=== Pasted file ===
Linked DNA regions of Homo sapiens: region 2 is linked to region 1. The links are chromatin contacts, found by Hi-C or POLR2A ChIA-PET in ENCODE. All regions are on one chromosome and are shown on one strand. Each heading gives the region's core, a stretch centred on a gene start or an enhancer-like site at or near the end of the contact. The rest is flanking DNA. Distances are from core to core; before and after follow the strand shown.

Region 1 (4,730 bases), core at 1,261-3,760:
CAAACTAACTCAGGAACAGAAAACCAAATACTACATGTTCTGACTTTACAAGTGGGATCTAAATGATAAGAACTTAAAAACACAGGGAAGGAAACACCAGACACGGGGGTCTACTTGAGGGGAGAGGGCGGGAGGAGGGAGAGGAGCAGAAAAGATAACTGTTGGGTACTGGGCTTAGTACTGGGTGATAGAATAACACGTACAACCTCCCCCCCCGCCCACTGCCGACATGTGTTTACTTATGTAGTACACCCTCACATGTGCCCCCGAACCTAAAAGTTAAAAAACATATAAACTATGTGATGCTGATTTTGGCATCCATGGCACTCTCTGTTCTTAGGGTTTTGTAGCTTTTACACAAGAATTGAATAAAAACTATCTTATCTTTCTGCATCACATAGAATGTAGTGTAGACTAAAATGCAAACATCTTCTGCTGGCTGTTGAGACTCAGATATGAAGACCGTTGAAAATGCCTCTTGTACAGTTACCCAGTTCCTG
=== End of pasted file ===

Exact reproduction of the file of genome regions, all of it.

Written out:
Linked DNA regions of Homo sapiens: region 2 is linked to region 1. The links are chromatin contacts, found by Hi-C or POLR2A ChIA-PET in ENCODE. All regions are on one chromosome and are shown on one strand. Each heading gives the region's core, a stretch centred on a gene start or an enhancer-like site at or near the end of the contact. The rest is flanking DNA. Distances are from core to core; before and after follow the strand shown.

Region 1 (4,730 bases), core at 1,261-3,760:
CAAACTAACTCAGGAACAGAAAACCAAATACTACATGTTCTGACTTTACAAGTGGGATCTAAATGATAAGAACTTAAAAACACAGGGAAGGAAACACCAGACACGGGGGTCTACTTGAGGGGAGAGGGCGGGAGGAGGGAGAGGAGCAGAAAAGATAACTGTTGGGTACTGGGCTTAGTACTGGGTGATAGAATAACACGTACAACCTCCCCCCCCGCCCACTGCCGACATGTGTTTACTTATGTAGTACACCCTCACATGTGCCCCCGAACCTAAAAGTTAAAAAACATATAAACTATGTGATGCTGATTTTGGCATCCATGGCACTCTCTGTTCTTAGGGTTTTGTAGCTTTTACACAAGAATTGAATAAAAACTATCTTATCTTTCTGCATCACATAGAATGTAGTGTAGACTAAAATGCAAACATCTTCTGCTGGCTGTTGAGACTCAGATATGAAGACCGTTGAAAATGCCTCTTGTACAGTTACCCAGTTCCTG